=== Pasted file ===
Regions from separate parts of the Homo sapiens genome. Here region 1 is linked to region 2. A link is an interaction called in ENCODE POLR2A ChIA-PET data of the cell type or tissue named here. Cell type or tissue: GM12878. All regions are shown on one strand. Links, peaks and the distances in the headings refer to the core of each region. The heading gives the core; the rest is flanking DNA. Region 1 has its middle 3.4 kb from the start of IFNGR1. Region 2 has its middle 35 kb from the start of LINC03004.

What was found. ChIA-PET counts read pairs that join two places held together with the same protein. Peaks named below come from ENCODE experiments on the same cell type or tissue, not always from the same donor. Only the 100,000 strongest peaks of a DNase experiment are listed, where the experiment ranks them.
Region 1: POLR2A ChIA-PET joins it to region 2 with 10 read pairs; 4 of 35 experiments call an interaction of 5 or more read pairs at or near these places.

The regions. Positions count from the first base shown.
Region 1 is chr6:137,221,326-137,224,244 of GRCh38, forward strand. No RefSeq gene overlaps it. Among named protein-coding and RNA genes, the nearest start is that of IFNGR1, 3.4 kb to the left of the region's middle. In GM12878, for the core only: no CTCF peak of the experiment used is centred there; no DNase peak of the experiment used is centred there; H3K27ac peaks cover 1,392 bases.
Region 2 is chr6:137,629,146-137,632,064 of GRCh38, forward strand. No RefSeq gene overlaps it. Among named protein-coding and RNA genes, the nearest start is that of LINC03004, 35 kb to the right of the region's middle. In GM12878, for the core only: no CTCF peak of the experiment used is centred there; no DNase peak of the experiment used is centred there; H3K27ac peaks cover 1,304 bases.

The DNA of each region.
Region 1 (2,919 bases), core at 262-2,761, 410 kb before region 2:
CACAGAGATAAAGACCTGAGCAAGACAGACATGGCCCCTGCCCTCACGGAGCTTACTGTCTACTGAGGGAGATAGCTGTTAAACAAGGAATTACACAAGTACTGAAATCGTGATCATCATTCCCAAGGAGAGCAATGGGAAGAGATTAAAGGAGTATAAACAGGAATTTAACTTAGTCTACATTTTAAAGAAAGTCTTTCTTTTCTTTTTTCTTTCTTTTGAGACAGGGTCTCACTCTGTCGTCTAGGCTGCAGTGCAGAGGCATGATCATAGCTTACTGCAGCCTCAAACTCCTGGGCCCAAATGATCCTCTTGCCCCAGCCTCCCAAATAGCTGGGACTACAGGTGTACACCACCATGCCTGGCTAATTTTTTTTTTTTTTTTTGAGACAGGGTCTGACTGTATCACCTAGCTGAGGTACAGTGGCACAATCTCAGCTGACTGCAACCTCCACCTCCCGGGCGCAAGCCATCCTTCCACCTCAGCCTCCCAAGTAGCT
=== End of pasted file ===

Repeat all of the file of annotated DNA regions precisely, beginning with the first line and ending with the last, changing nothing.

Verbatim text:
Regions from separate parts of the Homo sapiens genome. Here region 1 is linked to region 2. A link is an interaction called in ENCODE POLR2A ChIA-PET data of the cell type or tissue named here. Cell type or tissue: GM12878. All regions are shown on one strand. Links, peaks and the distances in the headings refer to the core of each region. The heading gives the core; the rest is flanking DNA. Region 1 has its middle 3.4 kb from the start of IFNGR1. Region 2 has its middle 35 kb from the start of LINC03004.

What was found. ChIA-PET counts read pairs that join two places held together with the same protein. Peaks named below come from ENCODE experiments on the same cell type or tissue, not always from the same donor. Only the 100,000 strongest peaks of a DNase experiment are listed, where the experiment ranks them.
Region 1: POLR2A ChIA-PET joins it to region 2 with 10 read pairs; 4 of 35 experiments call an interaction of 5 or more read pairs at or near these places.

The regions. Positions count from the first base shown.
Region 1 is chr6:137,221,326-137,224,244 of GRCh38, forward strand. No RefSeq gene overlaps it. Among named protein-coding and RNA genes, the nearest start is that of IFNGR1, 3.4 kb to the left of the region's middle. In GM12878, for the core only: no CTCF peak of the experiment used is centred there; no DNase peak of the experiment used is centred there; H3K27ac peaks cover 1,392 bases.
Region 2 is chr6:137,629,146-137,632,064 of GRCh38, forward strand. No RefSeq gene overlaps it. Among named protein-coding and RNA genes, the nearest start is that of LINC03004, 35 kb to the right of the region's middle. In GM12878, for the core only: no CTCF peak of the experiment used is centred there; no DNase peak of the experiment used is centred there; H3K27ac peaks cover 1,304 bases.

The DNA of each region.
Region 1 (2,919 bases), core at 262-2,761, 410 kb before region 2:
CACAGAGATAAAGACCTGAGCAAGACAGACATGGCCCCTGCCCTCACGGAGCTTACTGTCTACTGAGGGAGATAGCTGTTAAACAAGGAATTACACAAGTACTGAAATCGTGATCATCATTCCCAAGGAGAGCAATGGGAAGAGATTAAAGGAGTATAAACAGGAATTTAACTTAGTCTACATTTTAAAGAAAGTCTTTCTTTTCTTTTTTCTTTCTTTTGAGACAGGGTCTCACTCTGTCGTCTAGGCTGCAGTGCAGAGGCATGATCATAGCTTACTGCAGCCTCAAACTCCTGGGCCCAAATGATCCTCTTGCCCCAGCCTCCCAAATAGCTGGGACTACAGGTGTACACCACCATGCCTGGCTAATTTTTTTTTTTTTTTTTGAGACAGGGTCTGACTGTATCACCTAGCTGAGGTACAGTGGCACAATCTCAGCTGACTGCAACCTCCACCTCCCGGGCGCAAGCCATCCTTCCACCTCAGCCTCCCAAGTAGCT